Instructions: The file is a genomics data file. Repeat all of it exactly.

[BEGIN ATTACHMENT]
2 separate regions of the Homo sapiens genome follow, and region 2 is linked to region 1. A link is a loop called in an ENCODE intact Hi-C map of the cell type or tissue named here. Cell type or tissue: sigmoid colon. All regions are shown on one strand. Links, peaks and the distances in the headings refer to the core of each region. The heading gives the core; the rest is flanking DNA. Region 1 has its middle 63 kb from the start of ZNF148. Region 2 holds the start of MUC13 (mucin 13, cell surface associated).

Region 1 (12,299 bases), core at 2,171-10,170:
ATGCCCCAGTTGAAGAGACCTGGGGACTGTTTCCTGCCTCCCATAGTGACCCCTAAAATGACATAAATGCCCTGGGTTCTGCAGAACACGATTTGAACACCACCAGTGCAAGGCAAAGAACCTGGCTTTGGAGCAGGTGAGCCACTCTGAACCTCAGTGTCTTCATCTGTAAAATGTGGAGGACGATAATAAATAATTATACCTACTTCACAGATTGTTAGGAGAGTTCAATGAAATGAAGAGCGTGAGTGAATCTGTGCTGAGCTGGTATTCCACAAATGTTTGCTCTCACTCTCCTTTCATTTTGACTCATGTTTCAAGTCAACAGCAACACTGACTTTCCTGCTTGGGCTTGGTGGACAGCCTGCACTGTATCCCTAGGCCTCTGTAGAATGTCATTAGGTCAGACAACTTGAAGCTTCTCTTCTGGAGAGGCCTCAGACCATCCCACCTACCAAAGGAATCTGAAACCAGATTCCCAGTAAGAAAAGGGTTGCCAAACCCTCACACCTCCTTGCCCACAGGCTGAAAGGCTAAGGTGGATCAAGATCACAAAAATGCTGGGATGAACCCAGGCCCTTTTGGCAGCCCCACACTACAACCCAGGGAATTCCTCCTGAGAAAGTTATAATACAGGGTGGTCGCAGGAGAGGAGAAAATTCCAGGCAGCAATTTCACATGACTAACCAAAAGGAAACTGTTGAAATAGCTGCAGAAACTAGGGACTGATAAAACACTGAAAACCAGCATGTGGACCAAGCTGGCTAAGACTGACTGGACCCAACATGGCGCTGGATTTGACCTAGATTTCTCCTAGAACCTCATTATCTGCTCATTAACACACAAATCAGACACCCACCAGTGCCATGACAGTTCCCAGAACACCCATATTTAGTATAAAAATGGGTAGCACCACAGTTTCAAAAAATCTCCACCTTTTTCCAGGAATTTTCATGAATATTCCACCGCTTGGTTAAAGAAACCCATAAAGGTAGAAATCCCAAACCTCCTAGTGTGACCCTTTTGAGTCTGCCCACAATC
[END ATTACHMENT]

2 separate regions of the Homo sapiens genome follow, and region 2 is linked to region 1. A link is a loop called in an ENCODE intact Hi-C map of the cell type or tissue named here. Cell type or tissue: sigmoid colon. All regions are shown on one strand. Links, peaks and the distances in the headings refer to the core of each region. The heading gives the core; the rest is flanking DNA. Region 1 has its middle 63 kb from the start of ZNF148. Region 2 holds the start of MUC13 (mucin 13, cell surface associated).

Region 1 (12,299 bases), core at 2,171-10,170:
ATGCCCCAGTTGAAGAGACCTGGGGACTGTTTCCTGCCTCCCATAGTGACCCCTAAAATGACATAAATGCCCTGGGTTCTGCAGAACACGATTTGAACACCACCAGTGCAAGGCAAAGAACCTGGCTTTGGAGCAGGTGAGCCACTCTGAACCTCAGTGTCTTCATCTGTAAAATGTGGAGGACGATAATAAATAATTATACCTACTTCACAGATTGTTAGGAGAGTTCAATGAAATGAAGAGCGTGAGTGAATCTGTGCTGAGCTGGTATTCCACAAATGTTTGCTCTCACTCTCCTTTCATTTTGACTCATGTTTCAAGTCAACAGCAACACTGACTTTCCTGCTTGGGCTTGGTGGACAGCCTGCACTGTATCCCTAGGCCTCTGTAGAATGTCATTAGGTCAGACAACTTGAAGCTTCTCTTCTGGAGAGGCCTCAGACCATCCCACCTACCAAAGGAATCTGAAACCAGATTCCCAGTAAGAAAAGGGTTGCCAAACCCTCACACCTCCTTGCCCACAGGCTGAAAGGCTAAGGTGGATCAAGATCACAAAAATGCTGGGATGAACCCAGGCCCTTTTGGCAGCCCCACACTACAACCCAGGGAATTCCTCCTGAGAAAGTTATAATACAGGGTGGTCGCAGGAGAGGAGAAAATTCCAGGCAGCAATTTCACATGACTAACCAAAAGGAAACTGTTGAAATAGCTGCAGAAACTAGGGACTGATAAAACACTGAAAACCAGCATGTGGACCAAGCTGGCTAAGACTGACTGGACCCAACATGGCGCTGGATTTGACCTAGATTTCTCCTAGAACCTCATTATCTGCTCATTAACACACAAATCAGACACCCACCAGTGCCATGACAGTTCCCAGAACACCCATATTTAGTATAAAAATGGGTAGCACCACAGTTTCAAAAAATCTCCACCTTTTTCCAGGAATTTTCATGAATATTCCACCGCTTGGTTAAAGAAACCCATAAAGGTAGAAATCCCAAACCTCCTAGTGTGACCCTTTTGAGTCTGCCCACAATC